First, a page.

FDA OKs Saliva-Based Ovulation Test
By LAURAN NEERGAARD
AP Medical Writer
WASHINGTON (AP) - Women wishing to become pregnant are about to
get a new way to predict when they are fertile: The government
has approved the sale of the nation's first saliva ovulation test.
Women's estrogen levels gradually rise each month, peaking with
ovulation, the time each month that they can conceive.
A woman can predict ovulation by measuring her body temperature's
rise with estrogen's rise, undergoing a blood test to check hormone
levels, or - more common - using a urine test that detects a surge
in an estrogen-related hormone 24 to 36 hours before ovulation.
The new TCI Ovulation Tester is a reliable alternative that women
may find less messy to use, Food and Drug Administration reviewer
Veronica Calvin said Friday.
Roughly 50 years ago, scientists realized that as estrogen surges,
the salt content of saliva increases, too, Calvin explained. When
the saliva of an about-to-ovulate woman dries, the salt leaves
a crystal pattern called ferning - it actually looks like a fern
plant - that can be seen under a microscope.
The new test is a round device that pairs tiny slides with a handheld
Touch a little brush to saliva in your mouth, then dab it onto
one of the slides. Let it dry and look through the eyepiece. If
there's only a little of the salt - potassium chloride - seen as
little dots, then ovulation isn't near yet. Test the next day and
you may see the dots starting to form chains. Once a true fern pattern appears, ovulation is imminent.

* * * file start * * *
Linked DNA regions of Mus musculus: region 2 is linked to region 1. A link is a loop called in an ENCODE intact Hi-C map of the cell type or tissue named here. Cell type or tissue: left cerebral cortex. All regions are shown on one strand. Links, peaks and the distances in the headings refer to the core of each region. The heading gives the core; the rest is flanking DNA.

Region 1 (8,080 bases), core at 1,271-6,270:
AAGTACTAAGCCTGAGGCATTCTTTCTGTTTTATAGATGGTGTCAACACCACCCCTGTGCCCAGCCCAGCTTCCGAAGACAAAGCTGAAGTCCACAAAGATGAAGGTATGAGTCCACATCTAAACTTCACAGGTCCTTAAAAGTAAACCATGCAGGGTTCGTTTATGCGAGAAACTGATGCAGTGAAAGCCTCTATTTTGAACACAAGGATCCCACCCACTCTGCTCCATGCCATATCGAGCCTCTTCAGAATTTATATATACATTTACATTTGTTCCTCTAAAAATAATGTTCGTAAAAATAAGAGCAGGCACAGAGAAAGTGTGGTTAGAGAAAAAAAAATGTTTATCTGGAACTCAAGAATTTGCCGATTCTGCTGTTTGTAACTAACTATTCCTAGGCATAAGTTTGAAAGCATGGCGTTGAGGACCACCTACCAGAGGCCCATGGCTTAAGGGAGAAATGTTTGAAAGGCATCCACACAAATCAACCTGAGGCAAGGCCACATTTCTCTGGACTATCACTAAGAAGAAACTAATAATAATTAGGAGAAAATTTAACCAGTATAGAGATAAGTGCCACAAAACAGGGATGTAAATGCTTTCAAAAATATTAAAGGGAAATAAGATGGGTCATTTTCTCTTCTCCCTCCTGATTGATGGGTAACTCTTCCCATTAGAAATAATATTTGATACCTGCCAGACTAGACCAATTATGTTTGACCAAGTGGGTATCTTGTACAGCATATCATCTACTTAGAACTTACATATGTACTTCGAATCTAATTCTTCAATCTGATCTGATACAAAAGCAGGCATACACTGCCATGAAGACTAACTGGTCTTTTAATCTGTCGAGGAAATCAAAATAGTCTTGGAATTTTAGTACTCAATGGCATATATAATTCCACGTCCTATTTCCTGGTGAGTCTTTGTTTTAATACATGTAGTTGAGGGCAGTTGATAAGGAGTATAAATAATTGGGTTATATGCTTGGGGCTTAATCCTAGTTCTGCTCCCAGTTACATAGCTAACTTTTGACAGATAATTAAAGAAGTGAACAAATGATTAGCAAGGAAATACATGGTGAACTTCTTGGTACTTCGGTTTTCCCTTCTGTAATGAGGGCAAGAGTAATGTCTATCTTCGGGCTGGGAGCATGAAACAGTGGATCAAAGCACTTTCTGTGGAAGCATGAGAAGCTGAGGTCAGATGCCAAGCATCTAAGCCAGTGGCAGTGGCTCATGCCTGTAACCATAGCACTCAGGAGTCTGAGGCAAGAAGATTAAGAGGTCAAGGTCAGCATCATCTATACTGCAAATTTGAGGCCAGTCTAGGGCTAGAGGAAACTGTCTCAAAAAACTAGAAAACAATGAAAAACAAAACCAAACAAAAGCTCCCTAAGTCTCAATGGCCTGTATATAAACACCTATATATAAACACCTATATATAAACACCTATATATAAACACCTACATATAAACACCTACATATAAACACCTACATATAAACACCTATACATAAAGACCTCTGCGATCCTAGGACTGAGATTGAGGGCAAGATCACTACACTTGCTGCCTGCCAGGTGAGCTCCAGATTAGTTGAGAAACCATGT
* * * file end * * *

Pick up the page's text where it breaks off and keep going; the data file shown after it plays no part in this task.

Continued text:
In studies comparing the saliva test to urine tests, the TCI Ovulation
Tester proved more than 90 percent reliable in indicating ovulation,
In fact, "one of the things that's interesting about this
test is you may be actually getting a little bit of warning that
you're getting close to ovulation by watching the pattern gradually
appear", said FDA medical device chief Dr. David Feigal.
With urine tests, in contrast, women have a chance of missing
ovulation depending on when they test, because the results are
given as a simple yes or no instead of suggesting whether hormones
are increasing, he said.
Manufacturer TCI Optics said it will begin selling the nonprescription
test, for $59.95, in a few weeks. Sales will begin via the company's
Internet site - www.ovulationtester.com - or by telephone at 1-866-OVULATION.
But the company is negotiating with larger medical firms in hopes
of beginning drugstore sales as well, a spokesman said.